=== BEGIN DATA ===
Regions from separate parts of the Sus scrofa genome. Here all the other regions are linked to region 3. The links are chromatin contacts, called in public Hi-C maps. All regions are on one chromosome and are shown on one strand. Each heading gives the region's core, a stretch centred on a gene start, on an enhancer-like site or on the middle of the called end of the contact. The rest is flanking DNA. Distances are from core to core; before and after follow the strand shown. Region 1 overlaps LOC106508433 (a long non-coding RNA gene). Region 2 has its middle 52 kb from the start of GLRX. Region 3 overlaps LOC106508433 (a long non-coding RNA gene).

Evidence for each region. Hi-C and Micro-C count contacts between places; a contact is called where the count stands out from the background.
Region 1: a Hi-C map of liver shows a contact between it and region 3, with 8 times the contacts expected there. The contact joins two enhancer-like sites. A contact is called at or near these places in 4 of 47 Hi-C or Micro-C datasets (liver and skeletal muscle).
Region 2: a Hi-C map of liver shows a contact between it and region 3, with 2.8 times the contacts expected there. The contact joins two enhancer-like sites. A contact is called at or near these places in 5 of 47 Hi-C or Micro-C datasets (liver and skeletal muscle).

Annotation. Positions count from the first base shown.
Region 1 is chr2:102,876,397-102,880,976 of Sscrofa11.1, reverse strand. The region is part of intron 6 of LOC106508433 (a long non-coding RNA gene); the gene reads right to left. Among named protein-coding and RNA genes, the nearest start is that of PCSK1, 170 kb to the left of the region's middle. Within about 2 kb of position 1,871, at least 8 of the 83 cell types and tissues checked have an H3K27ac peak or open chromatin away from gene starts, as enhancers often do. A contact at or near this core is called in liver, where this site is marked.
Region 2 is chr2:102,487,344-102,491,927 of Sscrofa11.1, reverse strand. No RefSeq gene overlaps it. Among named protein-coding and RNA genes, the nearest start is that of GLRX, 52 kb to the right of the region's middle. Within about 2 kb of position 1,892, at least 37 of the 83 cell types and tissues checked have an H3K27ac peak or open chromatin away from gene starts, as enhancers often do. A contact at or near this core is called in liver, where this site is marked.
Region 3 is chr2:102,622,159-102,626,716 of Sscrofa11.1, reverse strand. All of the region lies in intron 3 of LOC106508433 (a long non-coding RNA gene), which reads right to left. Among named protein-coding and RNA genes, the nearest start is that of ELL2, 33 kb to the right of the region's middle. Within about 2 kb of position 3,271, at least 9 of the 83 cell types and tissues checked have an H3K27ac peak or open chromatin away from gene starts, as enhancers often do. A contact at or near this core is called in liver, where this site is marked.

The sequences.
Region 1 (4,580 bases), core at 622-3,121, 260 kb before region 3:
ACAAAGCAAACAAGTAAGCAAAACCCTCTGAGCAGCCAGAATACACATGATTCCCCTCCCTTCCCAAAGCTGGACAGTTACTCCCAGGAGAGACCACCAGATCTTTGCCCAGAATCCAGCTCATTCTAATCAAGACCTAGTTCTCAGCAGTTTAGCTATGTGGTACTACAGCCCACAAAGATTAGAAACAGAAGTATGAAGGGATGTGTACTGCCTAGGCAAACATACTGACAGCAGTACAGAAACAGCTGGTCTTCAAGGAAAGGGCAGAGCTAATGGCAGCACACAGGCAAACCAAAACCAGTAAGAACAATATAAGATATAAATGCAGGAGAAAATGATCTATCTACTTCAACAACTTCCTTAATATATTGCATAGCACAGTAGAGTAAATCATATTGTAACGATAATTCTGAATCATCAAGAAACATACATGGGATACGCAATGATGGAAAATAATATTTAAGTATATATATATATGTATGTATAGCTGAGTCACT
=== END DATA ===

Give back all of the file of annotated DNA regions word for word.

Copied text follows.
Regions from separate parts of the Sus scrofa genome. Here all the other regions are linked to region 3. The links are chromatin contacts, called in public Hi-C maps. All regions are on one chromosome and are shown on one strand. Each heading gives the region's core, a stretch centred on a gene start, on an enhancer-like site or on the middle of the called end of the contact. The rest is flanking DNA. Distances are from core to core; before and after follow the strand shown. Region 1 overlaps LOC106508433 (a long non-coding RNA gene). Region 2 has its middle 52 kb from the start of GLRX. Region 3 overlaps LOC106508433 (a long non-coding RNA gene).

Evidence for each region. Hi-C and Micro-C count contacts between places; a contact is called where the count stands out from the background.
Region 1: a Hi-C map of liver shows a contact between it and region 3, with 8 times the contacts expected there. The contact joins two enhancer-like sites. A contact is called at or near these places in 4 of 47 Hi-C or Micro-C datasets (liver and skeletal muscle).
Region 2: a Hi-C map of liver shows a contact between it and region 3, with 2.8 times the contacts expected there. The contact joins two enhancer-like sites. A contact is called at or near these places in 5 of 47 Hi-C or Micro-C datasets (liver and skeletal muscle).

Annotation. Positions count from the first base shown.
Region 1 is chr2:102,876,397-102,880,976 of Sscrofa11.1, reverse strand. The region is part of intron 6 of LOC106508433 (a long non-coding RNA gene); the gene reads right to left. Among named protein-coding and RNA genes, the nearest start is that of PCSK1, 170 kb to the left of the region's middle. Within about 2 kb of position 1,871, at least 8 of the 83 cell types and tissues checked have an H3K27ac peak or open chromatin away from gene starts, as enhancers often do. A contact at or near this core is called in liver, where this site is marked.
Region 2 is chr2:102,487,344-102,491,927 of Sscrofa11.1, reverse strand. No RefSeq gene overlaps it. Among named protein-coding and RNA genes, the nearest start is that of GLRX, 52 kb to the right of the region's middle. Within about 2 kb of position 1,892, at least 37 of the 83 cell types and tissues checked have an H3K27ac peak or open chromatin away from gene starts, as enhancers often do. A contact at or near this core is called in liver, where this site is marked.
Region 3 is chr2:102,622,159-102,626,716 of Sscrofa11.1, reverse strand. All of the region lies in intron 3 of LOC106508433 (a long non-coding RNA gene), which reads right to left. Among named protein-coding and RNA genes, the nearest start is that of ELL2, 33 kb to the right of the region's middle. Within about 2 kb of position 3,271, at least 9 of the 83 cell types and tissues checked have an H3K27ac peak or open chromatin away from gene starts, as enhancers often do. A contact at or near this core is called in liver, where this site is marked.

The sequences.
Region 1 (4,580 bases), core at 622-3,121, 260 kb before region 3:
ACAAAGCAAACAAGTAAGCAAAACCCTCTGAGCAGCCAGAATACACATGATTCCCCTCCCTTCCCAAAGCTGGACAGTTACTCCCAGGAGAGACCACCAGATCTTTGCCCAGAATCCAGCTCATTCTAATCAAGACCTAGTTCTCAGCAGTTTAGCTATGTGGTACTACAGCCCACAAAGATTAGAAACAGAAGTATGAAGGGATGTGTACTGCCTAGGCAAACATACTGACAGCAGTACAGAAACAGCTGGTCTTCAAGGAAAGGGCAGAGCTAATGGCAGCACACAGGCAAACCAAAACCAGTAAGAACAATATAAGATATAAATGCAGGAGAAAATGATCTATCTACTTCAACAACTTCCTTAATATATTGCATAGCACAGTAGAGTAAATCATATTGTAACGATAATTCTGAATCATCAAGAAACATACATGGGATACGCAATGATGGAAAATAATATTTAAGTATATATATATATGTATGTATAGCTGAGTCACT